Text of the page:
Conseslus Kipruto in the 3000m steeplechase at the IAAF Diamond League final in Brussels (Giancarlo Colombo) © Copyright
Preview Brussels, Belgium

Final 16 IAAF Diamond League champions to be crowned in Brussels – IAAF Diamond League

The final 16 IAAF Diamond League champions of the season will be revealed at the King Baudouin Stadium in Brussels on Friday (September 1) at the Van Damme Memorial, the second of the two 2017 IAAF Diamond League finals.

The championship-style format adopted this season has seen the first 12 Diamond League meetings of the season being employed as qualifiers for the finals, but with no points being carried over.

That means every athlete arrives at their respective finals with an equal opportunity of winning the overall Diamond Trophy in their event and its accompanying US$50,000 winner’s cheque – something which produced several unexpected results at the first of the two finales in Zurich a week ago.

Women’s long jump final offers compelling London rerun

The gold, silver and bronze medallists in the women’s world long jump final – respectively Brittney Reese of the United States, Darya Klishina, US-based and competing under a neutral banner, and Reese’s compatriot Tianna Bartoletta, the Olympic champion, are present in Brussels, as is the Serbian Olympic bronze medallist Ivana Spanovic, who is convinced she would have had world gold had the number on her back not marked the sand as she produced a huge final effort in London.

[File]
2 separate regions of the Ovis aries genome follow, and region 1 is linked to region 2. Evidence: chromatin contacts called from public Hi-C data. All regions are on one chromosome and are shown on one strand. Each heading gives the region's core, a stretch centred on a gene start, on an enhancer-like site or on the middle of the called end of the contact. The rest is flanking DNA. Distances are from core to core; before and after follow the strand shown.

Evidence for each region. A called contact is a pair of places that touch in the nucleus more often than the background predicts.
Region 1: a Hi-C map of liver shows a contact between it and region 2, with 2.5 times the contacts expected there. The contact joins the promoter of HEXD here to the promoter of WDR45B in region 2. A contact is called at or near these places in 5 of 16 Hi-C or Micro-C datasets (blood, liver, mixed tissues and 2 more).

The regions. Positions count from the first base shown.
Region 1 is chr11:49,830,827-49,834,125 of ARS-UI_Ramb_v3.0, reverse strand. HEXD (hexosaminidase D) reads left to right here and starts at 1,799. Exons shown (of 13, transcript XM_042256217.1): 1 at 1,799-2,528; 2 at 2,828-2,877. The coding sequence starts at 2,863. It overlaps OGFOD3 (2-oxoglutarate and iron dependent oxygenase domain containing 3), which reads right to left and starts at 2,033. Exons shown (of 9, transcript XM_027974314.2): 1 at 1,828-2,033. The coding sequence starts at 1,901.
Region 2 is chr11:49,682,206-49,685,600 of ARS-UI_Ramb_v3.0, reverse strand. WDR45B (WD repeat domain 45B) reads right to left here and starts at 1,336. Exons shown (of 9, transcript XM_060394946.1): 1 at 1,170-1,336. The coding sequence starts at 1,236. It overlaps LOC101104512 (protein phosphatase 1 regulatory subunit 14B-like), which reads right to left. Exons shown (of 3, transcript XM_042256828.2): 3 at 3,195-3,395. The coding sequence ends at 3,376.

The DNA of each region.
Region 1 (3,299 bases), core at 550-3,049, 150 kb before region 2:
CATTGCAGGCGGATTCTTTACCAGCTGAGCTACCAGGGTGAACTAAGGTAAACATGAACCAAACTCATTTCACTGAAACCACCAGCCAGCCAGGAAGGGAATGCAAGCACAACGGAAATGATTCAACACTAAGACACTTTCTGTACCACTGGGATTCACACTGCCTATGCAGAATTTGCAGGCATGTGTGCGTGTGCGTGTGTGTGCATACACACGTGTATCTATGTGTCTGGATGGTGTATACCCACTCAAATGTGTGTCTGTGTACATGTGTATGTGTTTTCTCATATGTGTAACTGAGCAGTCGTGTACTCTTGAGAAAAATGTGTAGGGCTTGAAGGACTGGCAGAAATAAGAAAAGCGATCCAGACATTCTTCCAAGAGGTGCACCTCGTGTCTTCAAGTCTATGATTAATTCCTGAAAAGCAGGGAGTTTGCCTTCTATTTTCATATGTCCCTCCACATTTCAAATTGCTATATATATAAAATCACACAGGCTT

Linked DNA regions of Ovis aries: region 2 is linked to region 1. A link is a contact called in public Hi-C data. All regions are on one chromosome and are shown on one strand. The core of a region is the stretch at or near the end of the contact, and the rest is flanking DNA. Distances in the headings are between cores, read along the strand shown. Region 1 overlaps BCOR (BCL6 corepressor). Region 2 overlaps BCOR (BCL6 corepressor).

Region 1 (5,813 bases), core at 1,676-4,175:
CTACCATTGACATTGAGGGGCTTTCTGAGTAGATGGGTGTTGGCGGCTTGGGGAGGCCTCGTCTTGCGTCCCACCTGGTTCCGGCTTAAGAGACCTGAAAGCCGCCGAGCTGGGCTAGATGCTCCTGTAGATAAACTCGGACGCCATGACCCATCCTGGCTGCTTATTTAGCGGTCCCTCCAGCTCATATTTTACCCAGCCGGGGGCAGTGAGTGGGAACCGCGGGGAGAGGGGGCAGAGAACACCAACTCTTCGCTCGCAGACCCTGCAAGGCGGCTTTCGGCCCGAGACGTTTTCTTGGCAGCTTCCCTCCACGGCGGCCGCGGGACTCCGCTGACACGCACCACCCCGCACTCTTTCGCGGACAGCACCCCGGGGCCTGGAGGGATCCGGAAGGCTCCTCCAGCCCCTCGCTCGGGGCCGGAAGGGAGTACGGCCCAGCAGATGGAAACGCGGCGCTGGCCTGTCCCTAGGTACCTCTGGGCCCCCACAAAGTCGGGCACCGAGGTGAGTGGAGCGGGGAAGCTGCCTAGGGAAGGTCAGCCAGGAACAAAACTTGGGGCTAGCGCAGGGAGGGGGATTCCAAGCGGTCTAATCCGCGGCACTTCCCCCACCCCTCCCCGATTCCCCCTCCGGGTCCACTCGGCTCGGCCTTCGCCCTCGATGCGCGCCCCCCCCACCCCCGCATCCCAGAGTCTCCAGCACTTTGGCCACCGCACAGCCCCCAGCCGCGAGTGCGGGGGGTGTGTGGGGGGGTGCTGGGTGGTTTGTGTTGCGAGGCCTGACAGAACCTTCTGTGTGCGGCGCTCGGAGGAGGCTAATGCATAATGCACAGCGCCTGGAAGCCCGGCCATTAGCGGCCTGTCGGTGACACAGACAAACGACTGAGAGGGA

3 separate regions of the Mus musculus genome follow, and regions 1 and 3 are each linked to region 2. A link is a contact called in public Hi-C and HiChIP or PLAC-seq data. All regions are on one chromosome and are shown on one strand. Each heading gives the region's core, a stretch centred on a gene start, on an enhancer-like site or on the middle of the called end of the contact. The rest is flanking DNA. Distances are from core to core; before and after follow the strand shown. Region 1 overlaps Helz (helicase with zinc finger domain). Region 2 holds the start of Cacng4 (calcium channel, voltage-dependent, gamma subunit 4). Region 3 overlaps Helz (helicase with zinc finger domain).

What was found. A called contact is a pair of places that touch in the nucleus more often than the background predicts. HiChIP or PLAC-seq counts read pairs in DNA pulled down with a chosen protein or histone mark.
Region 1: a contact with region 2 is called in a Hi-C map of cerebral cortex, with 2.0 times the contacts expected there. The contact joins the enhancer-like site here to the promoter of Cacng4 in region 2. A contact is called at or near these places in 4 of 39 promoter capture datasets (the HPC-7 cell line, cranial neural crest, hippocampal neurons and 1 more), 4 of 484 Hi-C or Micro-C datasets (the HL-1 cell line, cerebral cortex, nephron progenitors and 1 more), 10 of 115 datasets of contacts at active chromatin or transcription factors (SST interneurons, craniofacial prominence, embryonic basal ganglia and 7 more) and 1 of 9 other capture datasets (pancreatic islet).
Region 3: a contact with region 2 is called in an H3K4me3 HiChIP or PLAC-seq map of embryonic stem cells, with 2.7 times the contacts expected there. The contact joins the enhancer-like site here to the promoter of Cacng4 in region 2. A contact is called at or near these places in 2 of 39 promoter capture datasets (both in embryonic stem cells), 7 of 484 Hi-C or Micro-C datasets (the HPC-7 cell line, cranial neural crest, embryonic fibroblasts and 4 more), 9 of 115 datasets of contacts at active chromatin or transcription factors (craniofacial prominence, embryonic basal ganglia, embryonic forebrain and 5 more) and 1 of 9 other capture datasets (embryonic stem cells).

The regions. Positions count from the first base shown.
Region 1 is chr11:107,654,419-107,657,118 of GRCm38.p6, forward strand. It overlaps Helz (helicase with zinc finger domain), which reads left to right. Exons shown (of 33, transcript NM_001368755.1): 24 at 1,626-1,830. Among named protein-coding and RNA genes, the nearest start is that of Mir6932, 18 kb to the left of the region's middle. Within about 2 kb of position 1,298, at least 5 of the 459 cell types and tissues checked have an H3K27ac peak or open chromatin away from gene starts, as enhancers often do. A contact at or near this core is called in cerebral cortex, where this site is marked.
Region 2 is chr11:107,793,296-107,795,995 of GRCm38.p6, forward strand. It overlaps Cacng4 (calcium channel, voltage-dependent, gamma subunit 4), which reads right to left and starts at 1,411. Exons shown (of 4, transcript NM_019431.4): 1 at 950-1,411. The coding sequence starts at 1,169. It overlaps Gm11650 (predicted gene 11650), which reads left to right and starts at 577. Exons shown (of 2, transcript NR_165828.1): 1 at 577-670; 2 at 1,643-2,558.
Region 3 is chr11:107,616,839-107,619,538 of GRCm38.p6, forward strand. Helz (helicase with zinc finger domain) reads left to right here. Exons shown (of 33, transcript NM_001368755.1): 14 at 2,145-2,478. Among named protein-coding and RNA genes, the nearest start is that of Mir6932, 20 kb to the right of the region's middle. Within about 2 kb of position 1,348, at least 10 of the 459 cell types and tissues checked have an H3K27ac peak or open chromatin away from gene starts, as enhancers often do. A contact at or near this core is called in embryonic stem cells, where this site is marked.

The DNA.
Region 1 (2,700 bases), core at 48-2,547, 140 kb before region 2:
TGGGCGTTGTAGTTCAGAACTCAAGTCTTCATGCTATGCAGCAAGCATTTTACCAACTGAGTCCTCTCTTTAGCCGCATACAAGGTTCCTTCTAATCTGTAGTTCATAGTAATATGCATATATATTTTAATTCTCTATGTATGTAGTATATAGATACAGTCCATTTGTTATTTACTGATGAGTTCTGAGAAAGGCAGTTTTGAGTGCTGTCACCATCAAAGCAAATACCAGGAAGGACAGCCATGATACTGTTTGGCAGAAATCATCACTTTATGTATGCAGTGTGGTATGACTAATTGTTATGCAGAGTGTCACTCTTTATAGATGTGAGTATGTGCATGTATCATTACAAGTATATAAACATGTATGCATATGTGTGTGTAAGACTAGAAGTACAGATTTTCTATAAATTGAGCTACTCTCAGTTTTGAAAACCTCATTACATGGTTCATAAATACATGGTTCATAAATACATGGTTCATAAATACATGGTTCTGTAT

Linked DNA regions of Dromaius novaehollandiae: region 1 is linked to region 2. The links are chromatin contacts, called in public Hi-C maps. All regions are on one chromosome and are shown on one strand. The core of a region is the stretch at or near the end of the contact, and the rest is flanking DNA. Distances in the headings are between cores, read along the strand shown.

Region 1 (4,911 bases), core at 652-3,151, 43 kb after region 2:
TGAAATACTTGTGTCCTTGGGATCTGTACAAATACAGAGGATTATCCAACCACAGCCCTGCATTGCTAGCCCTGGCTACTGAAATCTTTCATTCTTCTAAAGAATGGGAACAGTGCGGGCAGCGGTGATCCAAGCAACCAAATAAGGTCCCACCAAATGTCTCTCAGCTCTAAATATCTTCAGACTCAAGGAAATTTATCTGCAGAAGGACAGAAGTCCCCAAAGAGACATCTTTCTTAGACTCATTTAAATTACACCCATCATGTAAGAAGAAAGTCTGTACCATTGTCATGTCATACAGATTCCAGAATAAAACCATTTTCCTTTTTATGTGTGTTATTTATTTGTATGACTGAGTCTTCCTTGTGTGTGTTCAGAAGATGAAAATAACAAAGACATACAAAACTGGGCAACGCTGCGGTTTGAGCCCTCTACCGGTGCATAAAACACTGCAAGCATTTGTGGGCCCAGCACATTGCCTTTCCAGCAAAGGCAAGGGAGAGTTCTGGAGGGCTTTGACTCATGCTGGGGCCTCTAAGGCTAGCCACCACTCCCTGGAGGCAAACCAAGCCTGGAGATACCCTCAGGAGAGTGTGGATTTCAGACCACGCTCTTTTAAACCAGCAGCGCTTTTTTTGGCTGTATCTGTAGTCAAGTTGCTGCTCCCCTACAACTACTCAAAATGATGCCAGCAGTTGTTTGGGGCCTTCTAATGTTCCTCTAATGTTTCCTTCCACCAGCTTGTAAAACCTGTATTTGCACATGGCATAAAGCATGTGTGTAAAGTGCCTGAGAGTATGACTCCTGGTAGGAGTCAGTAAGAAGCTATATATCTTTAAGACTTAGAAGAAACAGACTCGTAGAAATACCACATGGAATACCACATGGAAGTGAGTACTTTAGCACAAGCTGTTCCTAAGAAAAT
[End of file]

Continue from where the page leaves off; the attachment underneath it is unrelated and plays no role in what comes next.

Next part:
So who’s going to win? Well it could be Reese. Or Klishina. Or Bartoletta. But Spanovic has the most the prove. A must-watch event.

Ryan Crouser, the US Olympic shot put champion, has never thrown better than he has this season. He leads the 2017 world list with a personal best of 22.65m, but his unbeaten run came to an end in London as he finished out of the medals on a day when Tom Walsh of New Zealand narrowly beat Crouser’s US rival Joe Kovacs, who has thrown a personal best of 22.57 this year, to the gold.

Can Crouser recover his form to end 2017 on a relative high? The question will be answered sooner rather than later, as the shot putters will compete in Brussels’ Place de la Monnaie on the eve of the main Memorial Van Damme meeting.

Thompson seeking to end season on a high in 100m

In the absence of the world champion, Tori Bowie, the Cote d’Ivoire’s world 100 and 200 silver medallist Marie-Josee Ta Lou would appear to have the opportunity to bring her hugely creditable season to a winning conclusion in the women’s 100m.